An environmental group filed suit last week to stop a century-old sheep drive from going through Tonto National Forest on its way to the southeast Valley.

An environmental group filed suit last week to stop a century-old sheep drive from going through Tonto National Forest on its way to the south East Valley.

The drive, which moves about 4,000 sheep between San Tan Valley and Heber in the spring and back in the fall, could lead to the deaths of herds of bighorn sheep, according to the lawsuit, filed Thursday by The Western Watersheds Project. The organization has fought to keep domestic sheep away from the wild bighorn sheep in other states.

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Domestic sheep carry respiratory diseases that are fatal to the bighorn sheep, which "are gregarious, curious animals and are known to approach and make physical contact with the domestic sheep," the lawsuit states.

"It just takes one contact to potentially destroy a herd (of bighorn sheep)," said Eric Ryberg, the WWP attorney who filed the suit.

According to an Arizona Game and Fish Department risk assessment in 2008, the agency could not confirm large-scale die-offs of bighorn sheep due to respiratory diseases.

The Sheep Springs Sheep Co., owned by Dwayne Dobson of Chandler, is the only company that has a permit to use the trail, known as a driveway and officially known as the Heber-Reno sheep driveway.

The trail has existed since the 1890s and at the turn of the century it was designated a driveway by Presidential Executive Order, according to U.S. Forest documents.

Every April, Dobson drives the herd 220 miles to pastures on the north side of the White Mountains near the New Mexico border to spend the summer in cooler temperatures foraging and mating.

The flock, attended by dogs and herders with donkeys, begins its return trip to the East Valley in mid-August and travels about six miles a day.

Such driveways were common throughout Arizona and at one time there were as many as 400,000 sheep herded along the Heber-Reno driveway.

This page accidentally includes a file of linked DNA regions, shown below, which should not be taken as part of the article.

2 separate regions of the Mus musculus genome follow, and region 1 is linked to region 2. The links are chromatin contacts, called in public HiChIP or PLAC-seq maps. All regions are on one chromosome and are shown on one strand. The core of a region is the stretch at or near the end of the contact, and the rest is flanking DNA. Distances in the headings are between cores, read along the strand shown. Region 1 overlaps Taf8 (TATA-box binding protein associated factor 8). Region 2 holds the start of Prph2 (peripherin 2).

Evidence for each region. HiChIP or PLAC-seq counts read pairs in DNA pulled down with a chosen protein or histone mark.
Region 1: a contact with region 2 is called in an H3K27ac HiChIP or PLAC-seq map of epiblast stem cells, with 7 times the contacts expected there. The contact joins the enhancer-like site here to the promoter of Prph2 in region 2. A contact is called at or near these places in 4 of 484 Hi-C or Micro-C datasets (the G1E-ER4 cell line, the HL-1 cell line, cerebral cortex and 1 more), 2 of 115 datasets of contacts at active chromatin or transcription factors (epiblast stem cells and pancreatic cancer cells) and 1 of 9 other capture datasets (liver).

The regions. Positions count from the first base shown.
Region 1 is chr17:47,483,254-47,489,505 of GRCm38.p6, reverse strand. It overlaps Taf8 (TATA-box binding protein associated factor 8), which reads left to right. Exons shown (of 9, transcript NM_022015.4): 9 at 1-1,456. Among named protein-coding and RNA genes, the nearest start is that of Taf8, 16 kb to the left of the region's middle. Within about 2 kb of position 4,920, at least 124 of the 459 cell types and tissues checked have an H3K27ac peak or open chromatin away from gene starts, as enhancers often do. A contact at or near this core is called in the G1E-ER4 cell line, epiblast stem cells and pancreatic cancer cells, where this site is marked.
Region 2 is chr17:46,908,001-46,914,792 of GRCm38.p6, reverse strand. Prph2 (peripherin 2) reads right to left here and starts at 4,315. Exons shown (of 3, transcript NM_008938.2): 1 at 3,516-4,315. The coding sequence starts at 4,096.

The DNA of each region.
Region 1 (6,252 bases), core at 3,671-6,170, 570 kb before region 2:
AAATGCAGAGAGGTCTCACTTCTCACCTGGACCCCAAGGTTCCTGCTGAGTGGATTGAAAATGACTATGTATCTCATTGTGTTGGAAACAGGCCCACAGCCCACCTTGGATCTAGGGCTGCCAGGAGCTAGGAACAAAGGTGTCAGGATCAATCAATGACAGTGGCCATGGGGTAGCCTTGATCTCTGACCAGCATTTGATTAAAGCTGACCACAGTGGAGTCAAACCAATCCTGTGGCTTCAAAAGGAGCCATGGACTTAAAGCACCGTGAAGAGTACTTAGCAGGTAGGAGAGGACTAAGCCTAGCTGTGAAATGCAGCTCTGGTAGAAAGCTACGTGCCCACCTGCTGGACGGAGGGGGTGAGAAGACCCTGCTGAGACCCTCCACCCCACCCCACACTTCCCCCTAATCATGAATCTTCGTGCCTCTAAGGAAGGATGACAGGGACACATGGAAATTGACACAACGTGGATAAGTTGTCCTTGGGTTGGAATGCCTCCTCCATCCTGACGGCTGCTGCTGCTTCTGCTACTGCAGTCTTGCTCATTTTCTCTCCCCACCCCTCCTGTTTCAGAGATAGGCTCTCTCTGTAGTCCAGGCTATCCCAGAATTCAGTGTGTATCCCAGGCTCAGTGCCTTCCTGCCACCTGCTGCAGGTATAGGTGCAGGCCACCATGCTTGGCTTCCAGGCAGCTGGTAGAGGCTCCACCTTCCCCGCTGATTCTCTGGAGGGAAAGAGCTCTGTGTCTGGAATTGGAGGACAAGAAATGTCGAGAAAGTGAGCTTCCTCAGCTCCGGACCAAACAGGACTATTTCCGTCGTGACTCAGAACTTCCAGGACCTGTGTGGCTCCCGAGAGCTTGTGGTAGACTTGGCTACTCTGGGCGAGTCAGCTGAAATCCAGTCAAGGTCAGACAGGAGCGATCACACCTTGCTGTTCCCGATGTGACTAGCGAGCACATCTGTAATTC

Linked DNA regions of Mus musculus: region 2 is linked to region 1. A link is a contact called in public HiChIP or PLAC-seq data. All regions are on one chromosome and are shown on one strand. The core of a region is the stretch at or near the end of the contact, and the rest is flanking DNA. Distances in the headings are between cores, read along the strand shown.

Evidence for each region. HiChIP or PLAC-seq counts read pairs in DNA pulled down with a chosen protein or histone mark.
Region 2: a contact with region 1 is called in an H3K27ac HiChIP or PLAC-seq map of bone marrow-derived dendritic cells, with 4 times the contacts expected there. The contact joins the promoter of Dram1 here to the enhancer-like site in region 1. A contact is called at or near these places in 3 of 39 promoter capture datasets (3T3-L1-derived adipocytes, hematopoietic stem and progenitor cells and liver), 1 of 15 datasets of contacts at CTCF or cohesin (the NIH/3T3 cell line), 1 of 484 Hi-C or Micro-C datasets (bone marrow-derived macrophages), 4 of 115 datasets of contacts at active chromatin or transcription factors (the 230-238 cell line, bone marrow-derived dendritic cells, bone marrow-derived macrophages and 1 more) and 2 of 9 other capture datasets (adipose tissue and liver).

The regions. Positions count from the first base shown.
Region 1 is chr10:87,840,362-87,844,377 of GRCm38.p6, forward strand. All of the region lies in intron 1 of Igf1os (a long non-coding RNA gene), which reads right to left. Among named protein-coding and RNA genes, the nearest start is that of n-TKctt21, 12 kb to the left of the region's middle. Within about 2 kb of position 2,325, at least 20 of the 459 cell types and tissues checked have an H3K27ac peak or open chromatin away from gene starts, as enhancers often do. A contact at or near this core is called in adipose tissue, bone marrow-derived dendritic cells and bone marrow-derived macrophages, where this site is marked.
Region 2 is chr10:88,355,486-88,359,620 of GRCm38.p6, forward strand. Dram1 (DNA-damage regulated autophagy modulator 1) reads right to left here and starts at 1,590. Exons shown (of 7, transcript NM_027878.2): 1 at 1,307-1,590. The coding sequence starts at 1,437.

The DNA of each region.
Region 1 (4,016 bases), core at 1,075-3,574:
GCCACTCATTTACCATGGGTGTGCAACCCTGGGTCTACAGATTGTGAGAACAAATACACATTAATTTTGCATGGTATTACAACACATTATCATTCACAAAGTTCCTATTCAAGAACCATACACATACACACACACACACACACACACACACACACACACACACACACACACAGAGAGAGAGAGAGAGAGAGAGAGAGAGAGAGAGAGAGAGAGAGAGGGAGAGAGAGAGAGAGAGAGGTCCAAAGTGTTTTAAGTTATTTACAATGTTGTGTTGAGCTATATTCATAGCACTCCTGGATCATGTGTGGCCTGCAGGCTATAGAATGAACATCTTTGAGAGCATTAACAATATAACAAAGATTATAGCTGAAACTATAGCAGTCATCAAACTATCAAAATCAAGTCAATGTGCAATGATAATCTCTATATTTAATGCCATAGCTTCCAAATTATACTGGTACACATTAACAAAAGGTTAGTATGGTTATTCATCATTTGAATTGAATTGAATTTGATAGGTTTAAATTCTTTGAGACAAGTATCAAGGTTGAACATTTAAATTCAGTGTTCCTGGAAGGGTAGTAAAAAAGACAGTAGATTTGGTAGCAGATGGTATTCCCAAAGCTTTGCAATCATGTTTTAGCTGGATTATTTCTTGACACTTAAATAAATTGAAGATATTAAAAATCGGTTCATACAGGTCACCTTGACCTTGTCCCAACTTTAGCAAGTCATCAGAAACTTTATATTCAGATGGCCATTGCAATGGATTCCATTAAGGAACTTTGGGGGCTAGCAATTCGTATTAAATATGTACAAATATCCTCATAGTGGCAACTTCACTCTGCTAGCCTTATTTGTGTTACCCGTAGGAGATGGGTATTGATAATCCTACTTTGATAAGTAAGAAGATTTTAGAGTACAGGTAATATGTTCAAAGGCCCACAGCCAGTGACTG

Dobson didn't return a call seeking comment.

Ryberg's fight isn't with Dobson.

He is suing the U.S. Forest Service because the agency has never completed an environmental impact assessment as it is required under federal law and he wants it done before another sheep steps onto the driveway.

Ryberg said the Forest Service has promised for years to do the study and appeared to be ready to do it this year, but he got word it was put on the back burner.

"We want them to take a look at the risks this driveway poses to the bighorned sheep, to suggest ways to conduct the driveway that would not present those risks to the sheep, we want them to implement some protocols for what happens if a bighorned sheep is found to have commingled with a domestic sheep," Ryberg said.

He said he also wants the Forest Service to present the plan to the public so it is not just sheepherders making the calls.

Paige Rockett, a spokeswoman for the Tonto National Forest, said there is already an assessment under way and the goal is to have it completed by April 2010.

Rockett said the process moves slowly because the driveway goes through two national forests and the staffs from both have to coordinate the work. Staffing and funds have also been drastically reduced, she said.

Don Luhrsen, range program manager for Tonto National Forest, said the driveway crosses into bighorn sheep habitat at only one place, the Lower Salt River between Usery Pass and Blue Point Bridge, northeast of Mesa.

Ewes are the ones that typically attract the bighorn sheep and only when they are in heat, Luhrsen said.

The ewes aren't in heat when they travel north and they are pregnant when they return, Luhrsen said.

There is more concern about bighorn sheep contacting backyard flocks of domestic sheeps in the Queen Creek, Apache Junction and Mesa areas, Luhrsen said.

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